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In one scene in “The Patriot,” the British regulars murder wounded American POWs. In another, they order the execution of an American soldier captured in uniform. Both were common occurrences on the Eastern Front of World War II, but such war crimes by regular troops “never happened” in the Revolutionary War, says American Heritage magazine editor Richard Snow. (Of course, irregular militias, terrorist bands allied to both sides and Indian proxies did do some very nasty things.) And, sure, spies and traitors, such as Nathan Hale (American) and Major John Andre (British), were hanged. But regular troops on both sides observed the law of war that distinctions should be made between the former categories and uniformed combatants. “[‘The Patriot’] is inventing a context of atrocities when what really happened was much more interesting,” he says.

Snow says he understands the outrage in the British press. “I think that [they] should be upset. I would be pretty sore if I saw a British production of Shaw’s ‘Devil’s Disciple’ and it had Americans bayonetting the wounded after the Battle of Bennington.”

The most outrageous of “The Patriot’s” many faults is the way Emmerich and Rodat show the British troops committing a war crime that closely resembles one of the most notorious Nazi war crimes of World War II — the massacre of 642 people (including 205 children) in the French village of Oradour sur Glane on June 10, 1944. The film mimics the horrible event with clear accuracy and turns it into just another atrocity committed by redcoats in 1780.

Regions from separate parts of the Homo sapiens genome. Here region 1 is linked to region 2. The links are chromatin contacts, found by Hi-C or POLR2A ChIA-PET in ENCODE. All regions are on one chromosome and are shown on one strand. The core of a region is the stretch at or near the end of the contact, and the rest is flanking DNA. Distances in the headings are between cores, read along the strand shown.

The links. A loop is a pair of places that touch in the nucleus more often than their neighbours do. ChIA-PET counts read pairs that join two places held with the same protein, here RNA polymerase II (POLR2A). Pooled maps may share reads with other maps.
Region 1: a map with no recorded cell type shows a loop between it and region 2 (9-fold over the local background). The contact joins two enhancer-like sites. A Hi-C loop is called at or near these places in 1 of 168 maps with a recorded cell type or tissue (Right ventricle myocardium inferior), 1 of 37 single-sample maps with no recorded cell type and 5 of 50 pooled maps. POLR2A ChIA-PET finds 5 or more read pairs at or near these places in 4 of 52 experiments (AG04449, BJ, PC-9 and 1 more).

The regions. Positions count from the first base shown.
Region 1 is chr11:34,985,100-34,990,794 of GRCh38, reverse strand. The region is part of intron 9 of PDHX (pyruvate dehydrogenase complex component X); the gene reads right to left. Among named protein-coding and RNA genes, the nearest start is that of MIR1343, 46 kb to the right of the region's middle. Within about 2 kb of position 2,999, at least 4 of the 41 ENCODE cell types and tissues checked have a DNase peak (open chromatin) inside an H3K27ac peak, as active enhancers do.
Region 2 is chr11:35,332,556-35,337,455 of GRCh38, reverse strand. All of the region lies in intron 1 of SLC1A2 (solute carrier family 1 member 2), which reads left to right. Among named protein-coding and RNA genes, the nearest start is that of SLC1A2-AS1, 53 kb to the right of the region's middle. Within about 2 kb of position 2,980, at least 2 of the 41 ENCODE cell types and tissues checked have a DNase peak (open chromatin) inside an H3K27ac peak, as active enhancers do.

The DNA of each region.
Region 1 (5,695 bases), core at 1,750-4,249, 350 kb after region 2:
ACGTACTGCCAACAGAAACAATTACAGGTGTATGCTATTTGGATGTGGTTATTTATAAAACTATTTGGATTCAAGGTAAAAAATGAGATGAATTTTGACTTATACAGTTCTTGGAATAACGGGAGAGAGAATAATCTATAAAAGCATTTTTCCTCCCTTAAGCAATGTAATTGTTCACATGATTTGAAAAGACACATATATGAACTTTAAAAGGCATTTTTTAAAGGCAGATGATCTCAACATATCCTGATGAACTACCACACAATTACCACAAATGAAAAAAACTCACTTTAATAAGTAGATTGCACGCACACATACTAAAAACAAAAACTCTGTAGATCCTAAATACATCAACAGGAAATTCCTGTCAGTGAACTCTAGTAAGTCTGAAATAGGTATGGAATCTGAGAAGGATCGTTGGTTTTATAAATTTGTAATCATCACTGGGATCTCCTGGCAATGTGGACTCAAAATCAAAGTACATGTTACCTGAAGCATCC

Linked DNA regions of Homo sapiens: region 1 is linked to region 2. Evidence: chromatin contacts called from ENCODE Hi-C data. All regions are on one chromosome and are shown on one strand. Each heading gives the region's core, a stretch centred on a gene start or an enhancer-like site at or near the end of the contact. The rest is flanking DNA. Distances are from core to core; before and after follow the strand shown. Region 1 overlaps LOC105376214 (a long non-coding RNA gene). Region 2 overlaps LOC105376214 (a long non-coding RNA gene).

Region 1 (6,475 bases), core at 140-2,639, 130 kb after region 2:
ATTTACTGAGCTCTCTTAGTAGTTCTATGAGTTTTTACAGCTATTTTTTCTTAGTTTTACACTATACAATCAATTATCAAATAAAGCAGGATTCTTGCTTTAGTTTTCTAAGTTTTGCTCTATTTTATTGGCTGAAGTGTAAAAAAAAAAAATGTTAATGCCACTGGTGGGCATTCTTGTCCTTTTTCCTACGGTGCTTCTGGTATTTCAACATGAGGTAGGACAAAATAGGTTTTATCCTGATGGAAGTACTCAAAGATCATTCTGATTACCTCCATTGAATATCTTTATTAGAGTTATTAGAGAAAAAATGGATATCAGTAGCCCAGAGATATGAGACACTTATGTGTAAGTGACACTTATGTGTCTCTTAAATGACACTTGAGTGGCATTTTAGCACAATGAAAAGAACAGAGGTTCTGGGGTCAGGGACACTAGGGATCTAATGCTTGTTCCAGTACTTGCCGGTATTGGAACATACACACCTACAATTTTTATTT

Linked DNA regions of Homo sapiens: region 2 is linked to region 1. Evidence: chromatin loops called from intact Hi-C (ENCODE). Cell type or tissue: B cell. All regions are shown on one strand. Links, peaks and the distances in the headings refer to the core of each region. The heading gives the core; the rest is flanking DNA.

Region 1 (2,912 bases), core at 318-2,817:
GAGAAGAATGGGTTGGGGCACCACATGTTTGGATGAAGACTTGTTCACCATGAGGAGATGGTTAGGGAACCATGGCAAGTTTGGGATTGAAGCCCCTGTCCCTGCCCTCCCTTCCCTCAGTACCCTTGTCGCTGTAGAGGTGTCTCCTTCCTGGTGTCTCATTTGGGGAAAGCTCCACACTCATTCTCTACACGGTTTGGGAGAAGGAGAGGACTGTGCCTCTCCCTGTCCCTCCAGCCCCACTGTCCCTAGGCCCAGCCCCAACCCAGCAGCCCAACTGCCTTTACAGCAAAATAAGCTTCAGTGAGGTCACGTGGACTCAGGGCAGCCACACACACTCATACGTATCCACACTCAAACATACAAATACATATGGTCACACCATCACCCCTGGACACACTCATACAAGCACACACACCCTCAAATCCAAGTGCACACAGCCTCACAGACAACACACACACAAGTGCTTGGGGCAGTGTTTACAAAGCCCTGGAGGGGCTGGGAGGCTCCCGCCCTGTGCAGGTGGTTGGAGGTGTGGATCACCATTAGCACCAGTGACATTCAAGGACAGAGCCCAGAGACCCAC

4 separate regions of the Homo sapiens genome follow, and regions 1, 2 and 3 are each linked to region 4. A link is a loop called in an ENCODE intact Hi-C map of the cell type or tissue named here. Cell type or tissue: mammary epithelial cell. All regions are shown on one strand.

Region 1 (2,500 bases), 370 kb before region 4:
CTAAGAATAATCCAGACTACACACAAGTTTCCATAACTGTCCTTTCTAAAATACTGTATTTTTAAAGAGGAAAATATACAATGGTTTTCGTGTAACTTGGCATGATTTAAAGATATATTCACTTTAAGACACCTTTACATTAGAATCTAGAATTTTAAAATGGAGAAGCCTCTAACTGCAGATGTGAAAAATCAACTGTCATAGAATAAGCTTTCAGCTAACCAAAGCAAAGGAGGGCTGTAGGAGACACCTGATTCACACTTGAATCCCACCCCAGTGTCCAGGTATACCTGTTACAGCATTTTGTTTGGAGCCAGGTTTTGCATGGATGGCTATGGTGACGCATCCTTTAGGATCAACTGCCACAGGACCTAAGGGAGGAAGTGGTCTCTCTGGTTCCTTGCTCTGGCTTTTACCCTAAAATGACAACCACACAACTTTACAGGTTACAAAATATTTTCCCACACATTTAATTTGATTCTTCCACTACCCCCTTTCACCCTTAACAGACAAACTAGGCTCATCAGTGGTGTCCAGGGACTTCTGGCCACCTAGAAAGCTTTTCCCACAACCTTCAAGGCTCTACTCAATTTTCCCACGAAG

At Oradour, the Waffen SS “Das Reich” division punished local resistance activity by first shooting all the men and boys. Then they rounded up the women and children, locked them in the town church and set it afire. (You can see Oradour today exactly as it was just after the Nazis carried out the ghastly mass-murder — the French have left it to remain an empty memorial.)

There was one major case of British regulars burning a town during the Revolution. It was Groton, Conn., and the troops were under the command of Benedict Arnold. But the houses they burned were empty. Yet in “The Patriot” fictional British dragoons do exactly the same as the real life SS did at Oradour. They lock scores of civilians, most of them women and children, into a church and set it afire. According to both historian Thomas Fleming and Snow, no such incident took place during the Revolution. As Snow says, “Of course it never happened — if it had do you think Americans would have forgotten it? It could have kept us out of World War I.”

By transposing Oradour to South Carolina, and making 18th century Britons the first moderns to commit this particular war crime, Emmerich and Rodat — unwittingly or not — have done something unpleasantly akin to Holocaust revisionism. They have made a film that will have the effect of inoculating audiences against the unique historical horror of Oradour — and implicitly rehabilitating the Nazis while making the British seem as evil as history’s worst monsters.